The “most basic difference between the American Lutheran Church and the Synodical Conference” was “a different conception of the inspiration and inerrancy of the Scriptures.” It has been “generally known,” Buenger wrote, that the American Lutheran Church “has taught and defended the modern view of the Bible,” that only those parts that deal with Christian faith and life are errorless and inspired, while statements that “deal with other, secular matters are not written by inspiration” and may contain errors. Part II said: “The Holy Scriptures are God’s verbally inspired Word, that is, God moved men to write what He wanted recorded in the words which He wanted employed. They alone constitute God’s inerrant Word to men.” But the phrase “what He wanted recorded” left it unclear whether “all Scripture” was inerrant or only those parts that lead directly to Christ and salvation. “Once a loophole is left open for those who do not accept the whole Bible as divine revelation, even the expression ‘God’s verbally inspired Word’ which is used in this connection is of no consequence.” When large portions of the Bible are “excepted from inspiration,” the Bible “no longer is the Word of God but merely contains it.”

The Scharlemann papers

A 1958 American Lutheran editorial, while maintaining that the Holy Scriptures are absolutely true, inerrant, and infallible, recognized it was not uncommon for Christians “interested in the intellectual implications” of their faith “to become involved in baffling and agonizing difficulties” regarding the doctrine of inspiration.

In almost every case it seemed to us that something like this happened: being brought up in the Lutheran Church, the man in question had for a long time simply taken the Doctrine of Inspiration for granted without giving any serious thought to it. When, very abruptly as a rule, he was brought face to face with facts and suppositions of which he had never heard before—uncertainty of authorship, variations in ancient manuscripts, the ex cathedra pronouncements of higher criticism, the historical development of the Old Testament and the New Testament canons, the endless difficulties besetting the translator, the frustrating speculations of philosophy, the awe-inspiring discoveries of modern science, and the like—all at once the very foundation of faith seemed to be crumbling away, and now a frantic effort was made to discover a sure foundation upon which one’s traditional faith might be securely built. Such a foundation would be the Doctrine of Inspiration of the Holy Scriptures firmly established by incontrovertible external evidences and proofs—the kind of proofs demanded, for instance, by the historian, the mathematician, and the scientist. But look where you will outside the Holy Scriptures, you will find no such proof. History does not provide it, philosophy does not provide it, science does not provide it. Shocked to the very depths of his soul, the honest seeker after truth was now confronted with the question, “How then can I accept the Holy Scriptures as the Word of God?”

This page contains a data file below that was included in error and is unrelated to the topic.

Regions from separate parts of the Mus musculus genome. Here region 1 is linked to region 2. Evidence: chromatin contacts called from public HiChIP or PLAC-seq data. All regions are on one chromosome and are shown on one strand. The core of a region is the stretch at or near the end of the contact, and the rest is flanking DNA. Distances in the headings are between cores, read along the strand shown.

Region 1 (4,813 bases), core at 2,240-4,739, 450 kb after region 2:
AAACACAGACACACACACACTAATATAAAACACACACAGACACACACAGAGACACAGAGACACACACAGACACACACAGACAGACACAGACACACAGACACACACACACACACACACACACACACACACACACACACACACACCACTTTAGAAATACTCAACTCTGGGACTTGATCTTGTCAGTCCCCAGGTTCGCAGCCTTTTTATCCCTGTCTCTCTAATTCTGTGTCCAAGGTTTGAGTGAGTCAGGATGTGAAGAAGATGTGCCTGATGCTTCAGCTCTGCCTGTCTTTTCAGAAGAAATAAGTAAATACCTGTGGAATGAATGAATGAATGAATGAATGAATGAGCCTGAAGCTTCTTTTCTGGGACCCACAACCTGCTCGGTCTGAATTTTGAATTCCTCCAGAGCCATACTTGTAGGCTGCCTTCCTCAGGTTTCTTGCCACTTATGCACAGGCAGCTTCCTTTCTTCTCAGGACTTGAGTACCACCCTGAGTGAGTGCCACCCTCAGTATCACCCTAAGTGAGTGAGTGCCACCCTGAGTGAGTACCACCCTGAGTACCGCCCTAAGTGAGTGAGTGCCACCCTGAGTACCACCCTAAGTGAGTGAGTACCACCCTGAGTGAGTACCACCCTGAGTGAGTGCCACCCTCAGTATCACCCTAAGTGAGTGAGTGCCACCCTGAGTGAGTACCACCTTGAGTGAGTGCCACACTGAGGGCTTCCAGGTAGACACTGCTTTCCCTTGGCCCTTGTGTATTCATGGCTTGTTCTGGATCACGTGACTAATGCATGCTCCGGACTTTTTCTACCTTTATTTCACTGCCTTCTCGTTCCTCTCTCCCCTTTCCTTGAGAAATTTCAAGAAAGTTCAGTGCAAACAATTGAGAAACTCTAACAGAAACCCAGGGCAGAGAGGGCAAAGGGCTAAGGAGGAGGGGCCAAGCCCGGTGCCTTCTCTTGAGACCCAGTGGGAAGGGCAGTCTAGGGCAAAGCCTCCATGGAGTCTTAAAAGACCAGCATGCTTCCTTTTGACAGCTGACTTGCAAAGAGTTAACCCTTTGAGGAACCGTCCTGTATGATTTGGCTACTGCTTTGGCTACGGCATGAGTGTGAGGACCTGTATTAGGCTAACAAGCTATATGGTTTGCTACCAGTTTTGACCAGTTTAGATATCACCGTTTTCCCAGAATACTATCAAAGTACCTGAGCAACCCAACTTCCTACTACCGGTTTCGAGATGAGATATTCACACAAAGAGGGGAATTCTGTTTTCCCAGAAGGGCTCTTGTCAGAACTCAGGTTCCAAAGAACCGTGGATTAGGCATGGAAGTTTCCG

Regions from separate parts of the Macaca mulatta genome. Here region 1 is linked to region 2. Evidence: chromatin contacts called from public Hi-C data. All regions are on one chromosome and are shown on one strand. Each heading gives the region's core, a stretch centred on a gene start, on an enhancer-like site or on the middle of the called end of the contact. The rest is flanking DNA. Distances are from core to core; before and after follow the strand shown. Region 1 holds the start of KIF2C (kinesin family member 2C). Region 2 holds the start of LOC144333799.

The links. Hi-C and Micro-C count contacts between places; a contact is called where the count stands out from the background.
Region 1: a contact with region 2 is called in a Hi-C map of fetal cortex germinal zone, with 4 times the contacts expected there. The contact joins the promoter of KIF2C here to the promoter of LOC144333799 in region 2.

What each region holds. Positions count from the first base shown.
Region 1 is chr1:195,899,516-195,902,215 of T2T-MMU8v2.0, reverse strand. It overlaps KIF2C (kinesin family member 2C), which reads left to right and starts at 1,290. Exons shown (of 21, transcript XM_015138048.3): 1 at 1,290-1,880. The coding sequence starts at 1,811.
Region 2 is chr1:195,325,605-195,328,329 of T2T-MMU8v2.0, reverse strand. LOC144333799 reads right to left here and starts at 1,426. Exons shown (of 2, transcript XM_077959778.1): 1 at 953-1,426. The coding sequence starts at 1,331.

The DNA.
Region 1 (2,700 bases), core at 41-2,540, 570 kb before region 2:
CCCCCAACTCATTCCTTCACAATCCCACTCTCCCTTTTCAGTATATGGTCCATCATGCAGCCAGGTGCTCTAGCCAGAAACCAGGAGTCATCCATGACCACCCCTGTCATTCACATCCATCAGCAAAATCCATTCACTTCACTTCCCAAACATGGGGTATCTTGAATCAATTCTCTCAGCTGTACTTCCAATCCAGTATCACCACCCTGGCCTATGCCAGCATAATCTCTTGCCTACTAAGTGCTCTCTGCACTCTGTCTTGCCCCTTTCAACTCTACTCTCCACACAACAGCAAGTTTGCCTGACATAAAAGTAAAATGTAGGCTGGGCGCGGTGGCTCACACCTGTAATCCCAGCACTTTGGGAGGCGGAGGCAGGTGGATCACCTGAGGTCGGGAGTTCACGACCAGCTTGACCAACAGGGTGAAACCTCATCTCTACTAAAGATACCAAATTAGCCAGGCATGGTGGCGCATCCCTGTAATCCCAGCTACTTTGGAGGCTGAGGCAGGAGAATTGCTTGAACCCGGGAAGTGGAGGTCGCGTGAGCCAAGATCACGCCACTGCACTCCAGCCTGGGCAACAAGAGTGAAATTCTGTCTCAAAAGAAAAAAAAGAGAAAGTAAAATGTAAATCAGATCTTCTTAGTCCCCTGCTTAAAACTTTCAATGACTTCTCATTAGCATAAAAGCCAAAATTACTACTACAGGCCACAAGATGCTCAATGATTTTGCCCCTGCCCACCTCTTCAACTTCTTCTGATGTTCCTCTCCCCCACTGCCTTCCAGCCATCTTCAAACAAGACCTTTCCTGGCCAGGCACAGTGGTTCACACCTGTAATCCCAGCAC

To judge by his own words, Martin Scharlemann was concerned about just such uncertainties in the minds of impressionable college students and thoughtful adults, and it was because of that professed concern that he wrote a series of study papers on inerrancy and the Scriptures in the late 1950s. Though not considered the person to initiate the historical-critical method of biblical interpretation at Concordia, Scharlemann’s public presentations made pastors and professors throughout the Synodical Conference aware of its existence at the St. Louis seminary.